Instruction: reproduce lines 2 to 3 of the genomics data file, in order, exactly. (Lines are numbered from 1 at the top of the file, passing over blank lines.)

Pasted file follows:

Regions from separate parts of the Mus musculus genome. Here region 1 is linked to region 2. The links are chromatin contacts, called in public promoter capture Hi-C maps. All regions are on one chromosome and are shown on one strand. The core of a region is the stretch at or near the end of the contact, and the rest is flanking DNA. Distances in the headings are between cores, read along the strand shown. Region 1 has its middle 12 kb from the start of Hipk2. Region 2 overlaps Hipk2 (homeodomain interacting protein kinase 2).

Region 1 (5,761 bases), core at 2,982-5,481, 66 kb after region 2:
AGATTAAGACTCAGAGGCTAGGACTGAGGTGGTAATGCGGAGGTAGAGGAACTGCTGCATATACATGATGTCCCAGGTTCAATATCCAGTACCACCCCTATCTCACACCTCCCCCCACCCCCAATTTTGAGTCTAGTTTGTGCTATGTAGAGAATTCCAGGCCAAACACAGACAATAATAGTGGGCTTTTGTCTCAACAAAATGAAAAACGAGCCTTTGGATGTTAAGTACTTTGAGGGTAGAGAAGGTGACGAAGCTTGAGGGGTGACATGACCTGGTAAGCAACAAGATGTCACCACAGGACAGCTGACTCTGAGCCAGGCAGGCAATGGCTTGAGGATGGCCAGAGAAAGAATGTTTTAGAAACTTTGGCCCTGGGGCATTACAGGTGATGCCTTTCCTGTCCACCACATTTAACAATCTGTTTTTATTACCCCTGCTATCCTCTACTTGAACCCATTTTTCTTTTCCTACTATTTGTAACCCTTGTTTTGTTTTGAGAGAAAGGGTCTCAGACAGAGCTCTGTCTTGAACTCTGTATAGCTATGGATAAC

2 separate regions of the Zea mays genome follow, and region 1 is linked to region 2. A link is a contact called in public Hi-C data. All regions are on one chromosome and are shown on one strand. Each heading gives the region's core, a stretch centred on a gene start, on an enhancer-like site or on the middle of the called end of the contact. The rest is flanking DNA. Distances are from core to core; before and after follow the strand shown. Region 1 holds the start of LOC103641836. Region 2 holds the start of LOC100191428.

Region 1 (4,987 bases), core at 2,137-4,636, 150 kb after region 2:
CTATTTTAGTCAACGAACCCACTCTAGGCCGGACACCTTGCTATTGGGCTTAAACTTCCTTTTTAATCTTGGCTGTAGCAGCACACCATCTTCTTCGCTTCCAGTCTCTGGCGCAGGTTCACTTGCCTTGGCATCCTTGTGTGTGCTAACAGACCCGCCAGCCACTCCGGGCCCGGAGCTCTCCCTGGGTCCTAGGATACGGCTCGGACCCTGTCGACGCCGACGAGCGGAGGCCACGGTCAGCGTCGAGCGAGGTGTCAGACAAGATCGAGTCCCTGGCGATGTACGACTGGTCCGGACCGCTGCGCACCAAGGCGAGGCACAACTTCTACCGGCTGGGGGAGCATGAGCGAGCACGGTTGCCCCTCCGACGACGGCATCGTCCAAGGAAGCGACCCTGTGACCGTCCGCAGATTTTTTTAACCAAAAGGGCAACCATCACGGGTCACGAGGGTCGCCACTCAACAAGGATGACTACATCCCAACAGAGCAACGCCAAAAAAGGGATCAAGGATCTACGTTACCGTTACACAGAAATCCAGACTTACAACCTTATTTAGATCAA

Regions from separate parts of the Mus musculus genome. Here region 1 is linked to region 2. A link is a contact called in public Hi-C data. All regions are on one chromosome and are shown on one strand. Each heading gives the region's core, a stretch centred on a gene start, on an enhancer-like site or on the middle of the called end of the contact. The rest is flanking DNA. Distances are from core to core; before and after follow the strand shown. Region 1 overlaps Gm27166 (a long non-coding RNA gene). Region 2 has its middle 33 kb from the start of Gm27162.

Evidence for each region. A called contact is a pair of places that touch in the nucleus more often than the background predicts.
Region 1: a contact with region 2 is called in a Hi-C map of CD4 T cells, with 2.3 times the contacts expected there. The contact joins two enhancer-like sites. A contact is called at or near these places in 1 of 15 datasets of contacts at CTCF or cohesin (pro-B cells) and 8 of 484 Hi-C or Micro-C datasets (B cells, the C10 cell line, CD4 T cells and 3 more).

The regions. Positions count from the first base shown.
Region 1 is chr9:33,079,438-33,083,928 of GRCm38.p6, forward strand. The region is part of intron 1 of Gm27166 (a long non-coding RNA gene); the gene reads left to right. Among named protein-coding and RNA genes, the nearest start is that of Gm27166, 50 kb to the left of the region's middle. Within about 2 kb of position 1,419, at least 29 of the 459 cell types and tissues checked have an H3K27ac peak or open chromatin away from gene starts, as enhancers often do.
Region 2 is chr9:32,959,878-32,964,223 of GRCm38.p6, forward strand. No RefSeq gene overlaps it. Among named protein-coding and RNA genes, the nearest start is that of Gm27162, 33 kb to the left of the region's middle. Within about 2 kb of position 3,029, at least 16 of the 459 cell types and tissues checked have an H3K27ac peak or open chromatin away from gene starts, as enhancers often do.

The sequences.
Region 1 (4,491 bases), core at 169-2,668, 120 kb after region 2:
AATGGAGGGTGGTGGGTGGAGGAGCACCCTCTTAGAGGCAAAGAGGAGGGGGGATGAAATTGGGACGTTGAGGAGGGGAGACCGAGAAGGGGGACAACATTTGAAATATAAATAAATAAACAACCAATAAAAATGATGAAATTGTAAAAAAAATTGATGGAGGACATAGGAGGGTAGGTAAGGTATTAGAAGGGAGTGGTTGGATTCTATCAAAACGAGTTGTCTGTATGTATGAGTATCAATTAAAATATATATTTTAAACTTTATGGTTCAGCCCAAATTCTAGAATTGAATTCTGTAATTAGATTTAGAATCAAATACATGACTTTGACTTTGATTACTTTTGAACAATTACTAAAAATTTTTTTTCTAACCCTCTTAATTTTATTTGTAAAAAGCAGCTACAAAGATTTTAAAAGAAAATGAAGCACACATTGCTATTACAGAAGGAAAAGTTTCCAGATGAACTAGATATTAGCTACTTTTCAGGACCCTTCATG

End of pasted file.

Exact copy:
Region 1 (5,761 bases), core at 2,982-5,481, 66 kb after region 2:
AGATTAAGACTCAGAGGCTAGGACTGAGGTGGTAATGCGGAGGTAGAGGAACTGCTGCATATACATGATGTCCCAGGTTCAATATCCAGTACCACCCCTATCTCACACCTCCCCCCACCCCCAATTTTGAGTCTAGTTTGTGCTATGTAGAGAATTCCAGGCCAAACACAGACAATAATAGTGGGCTTTTGTCTCAACAAAATGAAAAACGAGCCTTTGGATGTTAAGTACTTTGAGGGTAGAGAAGGTGACGAAGCTTGAGGGGTGACATGACCTGGTAAGCAACAAGATGTCACCACAGGACAGCTGACTCTGAGCCAGGCAGGCAATGGCTTGAGGATGGCCAGAGAAAGAATGTTTTAGAAACTTTGGCCCTGGGGCATTACAGGTGATGCCTTTCCTGTCCACCACATTTAACAATCTGTTTTTATTACCCCTGCTATCCTCTACTTGAACCCATTTTTCTTTTCCTACTATTTGTAACCCTTGTTTTGTTTTGAGAGAAAGGGTCTCAGACAGAGCTCTGTCTTGAACTCTGTATAGCTATGGATAAC